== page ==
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Not All Who are Charged are Tried : The “Charged but Not Tried” Variable


This continues our series of student reflections and analysis authored by our research team.


Not All Who are Charged are Tried : The “Charged but Not Tried” Variable

Morgan Demboski

A large goal of our project is to analyze how political violence is prosecuted in the U.S. and to eventually be able to determine how certain variables can predict how a defendant “is charged, prosecuted, and eventually sentenced in a court of law” (About tPP). This being said, it is extremely important for the variables of plea, verdict, length of prison sentence, life sentence, and death sentence to be accurate, organized, and uniform.

However, our team faces a lot of difficulties when it comes to sentencing details as we run into many cases where the defendant never reached a plea or received a verdict. We code cases like these as “charged but not tried” – the plea will be coded as “charged but not tried” if the defendant was indicted but not taken to trial, and the verdict will be coded as “charged but not tried” if the indictment is dropped before the trial or if “criminal proceedings cannot continue due to extenuating circumstances,” such as death or suicide.¹ In the variables of length of prison sentence, life sentence, and death sentence, a “#” is used to denote that the sentence is unknown because the defendant never went to trial. 

Now, this might sound very simple and to the point, but you would be surprised about how many interesting cases we encounter that make coding these variables very complicated. Recently, I have run into many cases where the defendant never reached a trial; however, each of these cases is very different and can be quite complicated. A large majority of the cases we code never reach trial because the defendant is currently a fugitive on the run. More often than not, these defendants are on the run in different countries, such as Abdul Rahman Yasin², a co-conspirator in the World Trade Center bombing of 1993, who is believed to have been hiding out in Iraq, near Baghdad, for more than 25 years. Many of these fugitives are also included on the FBI’s most wanted list, such as Mustafa Ali Salat and his co-conspirators², who are wanted for providing material support to Al-Shabaab and for making arrangements for people to travel to Somalia.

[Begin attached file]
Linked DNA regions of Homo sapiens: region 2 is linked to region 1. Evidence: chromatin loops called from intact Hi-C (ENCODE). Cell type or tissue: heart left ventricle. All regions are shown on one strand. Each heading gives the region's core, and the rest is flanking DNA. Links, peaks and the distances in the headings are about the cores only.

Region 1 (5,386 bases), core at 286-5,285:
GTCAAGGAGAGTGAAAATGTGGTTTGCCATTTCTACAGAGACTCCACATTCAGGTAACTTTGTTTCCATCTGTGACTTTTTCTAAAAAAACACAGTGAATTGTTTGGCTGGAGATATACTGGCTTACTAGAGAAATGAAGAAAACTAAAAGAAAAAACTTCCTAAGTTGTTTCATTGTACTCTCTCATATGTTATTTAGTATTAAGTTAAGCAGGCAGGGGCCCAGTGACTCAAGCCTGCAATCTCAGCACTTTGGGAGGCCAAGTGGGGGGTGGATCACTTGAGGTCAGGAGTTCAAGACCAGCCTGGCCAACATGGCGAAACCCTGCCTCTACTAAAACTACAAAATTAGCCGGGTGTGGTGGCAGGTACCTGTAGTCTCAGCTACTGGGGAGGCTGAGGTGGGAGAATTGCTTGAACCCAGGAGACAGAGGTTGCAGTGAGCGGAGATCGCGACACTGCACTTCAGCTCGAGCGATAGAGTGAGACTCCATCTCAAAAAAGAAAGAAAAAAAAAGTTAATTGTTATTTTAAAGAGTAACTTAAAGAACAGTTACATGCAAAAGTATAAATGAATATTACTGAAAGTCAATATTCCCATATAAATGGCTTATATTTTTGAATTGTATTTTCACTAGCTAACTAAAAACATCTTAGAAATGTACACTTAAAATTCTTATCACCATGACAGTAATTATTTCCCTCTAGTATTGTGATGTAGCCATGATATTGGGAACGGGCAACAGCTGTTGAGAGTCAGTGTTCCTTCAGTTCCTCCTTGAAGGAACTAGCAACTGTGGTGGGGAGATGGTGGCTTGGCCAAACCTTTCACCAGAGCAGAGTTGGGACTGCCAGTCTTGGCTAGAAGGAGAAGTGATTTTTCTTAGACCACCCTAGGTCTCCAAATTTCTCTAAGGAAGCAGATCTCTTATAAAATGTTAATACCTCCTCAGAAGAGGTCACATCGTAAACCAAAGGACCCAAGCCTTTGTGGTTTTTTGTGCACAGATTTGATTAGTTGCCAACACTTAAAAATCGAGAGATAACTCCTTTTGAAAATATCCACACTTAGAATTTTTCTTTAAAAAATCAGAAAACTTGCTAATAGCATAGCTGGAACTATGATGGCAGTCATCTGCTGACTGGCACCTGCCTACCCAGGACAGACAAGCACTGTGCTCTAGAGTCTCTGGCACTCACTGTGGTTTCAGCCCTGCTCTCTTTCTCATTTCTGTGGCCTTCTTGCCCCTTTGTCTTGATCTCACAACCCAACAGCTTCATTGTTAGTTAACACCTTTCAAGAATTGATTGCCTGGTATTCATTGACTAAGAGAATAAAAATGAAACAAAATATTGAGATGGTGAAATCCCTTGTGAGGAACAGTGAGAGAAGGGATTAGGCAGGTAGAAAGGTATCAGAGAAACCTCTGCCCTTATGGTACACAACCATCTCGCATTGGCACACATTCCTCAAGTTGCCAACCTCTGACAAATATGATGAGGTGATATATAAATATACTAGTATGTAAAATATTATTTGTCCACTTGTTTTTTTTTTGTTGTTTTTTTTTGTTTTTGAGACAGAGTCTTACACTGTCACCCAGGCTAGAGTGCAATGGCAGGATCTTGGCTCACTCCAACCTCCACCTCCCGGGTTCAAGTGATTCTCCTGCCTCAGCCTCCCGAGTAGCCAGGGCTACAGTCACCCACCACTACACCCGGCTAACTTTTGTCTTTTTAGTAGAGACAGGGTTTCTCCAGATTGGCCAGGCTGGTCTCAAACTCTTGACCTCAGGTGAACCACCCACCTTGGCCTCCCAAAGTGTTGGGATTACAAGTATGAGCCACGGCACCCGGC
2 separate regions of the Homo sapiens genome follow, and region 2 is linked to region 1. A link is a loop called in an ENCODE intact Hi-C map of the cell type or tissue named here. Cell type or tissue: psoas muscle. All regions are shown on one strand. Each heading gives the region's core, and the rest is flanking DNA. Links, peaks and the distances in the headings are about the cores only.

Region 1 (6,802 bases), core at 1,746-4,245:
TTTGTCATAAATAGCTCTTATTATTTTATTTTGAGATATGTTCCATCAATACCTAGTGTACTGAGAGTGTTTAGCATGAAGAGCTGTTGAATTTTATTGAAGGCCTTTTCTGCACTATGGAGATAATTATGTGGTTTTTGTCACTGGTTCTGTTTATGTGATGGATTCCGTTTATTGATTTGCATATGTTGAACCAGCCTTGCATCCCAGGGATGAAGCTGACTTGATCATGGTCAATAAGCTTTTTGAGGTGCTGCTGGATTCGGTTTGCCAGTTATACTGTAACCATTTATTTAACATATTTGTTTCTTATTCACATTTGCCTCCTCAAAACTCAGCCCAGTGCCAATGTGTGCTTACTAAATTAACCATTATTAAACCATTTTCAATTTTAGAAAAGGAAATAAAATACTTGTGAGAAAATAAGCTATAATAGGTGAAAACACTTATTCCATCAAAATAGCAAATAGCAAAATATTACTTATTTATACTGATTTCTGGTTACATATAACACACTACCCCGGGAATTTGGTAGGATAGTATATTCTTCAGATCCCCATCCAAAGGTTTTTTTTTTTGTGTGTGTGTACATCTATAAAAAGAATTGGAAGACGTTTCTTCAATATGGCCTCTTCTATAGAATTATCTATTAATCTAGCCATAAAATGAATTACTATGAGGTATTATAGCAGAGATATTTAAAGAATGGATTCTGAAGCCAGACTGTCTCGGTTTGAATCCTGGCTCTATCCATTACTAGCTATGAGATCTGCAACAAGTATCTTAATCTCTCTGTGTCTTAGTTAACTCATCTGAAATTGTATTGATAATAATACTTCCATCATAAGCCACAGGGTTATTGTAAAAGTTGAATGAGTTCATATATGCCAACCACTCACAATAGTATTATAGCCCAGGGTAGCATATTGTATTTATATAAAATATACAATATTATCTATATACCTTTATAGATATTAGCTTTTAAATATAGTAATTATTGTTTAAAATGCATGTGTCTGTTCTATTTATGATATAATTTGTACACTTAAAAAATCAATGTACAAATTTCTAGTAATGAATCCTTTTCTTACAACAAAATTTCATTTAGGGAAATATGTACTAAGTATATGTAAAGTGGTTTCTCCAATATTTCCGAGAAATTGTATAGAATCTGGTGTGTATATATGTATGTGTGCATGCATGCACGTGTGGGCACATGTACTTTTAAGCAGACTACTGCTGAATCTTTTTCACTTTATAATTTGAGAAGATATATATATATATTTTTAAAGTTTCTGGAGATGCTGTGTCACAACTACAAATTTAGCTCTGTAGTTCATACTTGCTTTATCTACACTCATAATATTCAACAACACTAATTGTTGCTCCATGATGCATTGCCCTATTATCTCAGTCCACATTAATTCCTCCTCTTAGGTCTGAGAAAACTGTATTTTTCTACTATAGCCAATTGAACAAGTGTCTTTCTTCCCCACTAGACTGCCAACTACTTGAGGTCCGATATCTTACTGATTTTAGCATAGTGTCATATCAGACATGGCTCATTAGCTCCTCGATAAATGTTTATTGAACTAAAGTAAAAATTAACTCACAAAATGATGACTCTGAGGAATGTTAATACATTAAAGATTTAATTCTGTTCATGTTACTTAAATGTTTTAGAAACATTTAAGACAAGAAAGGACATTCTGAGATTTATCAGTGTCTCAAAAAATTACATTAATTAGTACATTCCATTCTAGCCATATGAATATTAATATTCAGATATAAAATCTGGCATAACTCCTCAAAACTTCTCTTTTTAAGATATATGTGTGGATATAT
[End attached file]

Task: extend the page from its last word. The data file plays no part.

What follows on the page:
One obvious reason why a defendant never reached trial is that they died or committed suicide before the plea, verdict, or sentencing. When this occurs, it is typically well documented, so the team is able to easily collect information in relation to the person’s death.  In some cases, the defendant is actually killed by the U.S.; for example, Adam Yahiye Gadahn², also known as “Azzam the American” who appeared in multiple Al-Qaeda propaganda tapes, was charged in 2006 and continued to be a fugitive on the run in the Afghanistan/Pakistan area until he was killed by US drone strike in 2015. 

Another typically well-documented reason why a defendant was never tried is that they are awaiting extradition; however, this can create problems in coding. Such as the 14 members of Hezbollah that were charged for the bombing of Air Force barracks in Saudi Arabia², there are cases in which the foreign country is blocking extradition or refusing to extradite the defendants. This can create complications in coding because it can be a question of whether the case should be considered “charged but not tried” or just “pending.” Ultimately, we have coded these cases as “charged but not tried” because there is no evidence of these defendants being brought to trial any time in the foreseeable future.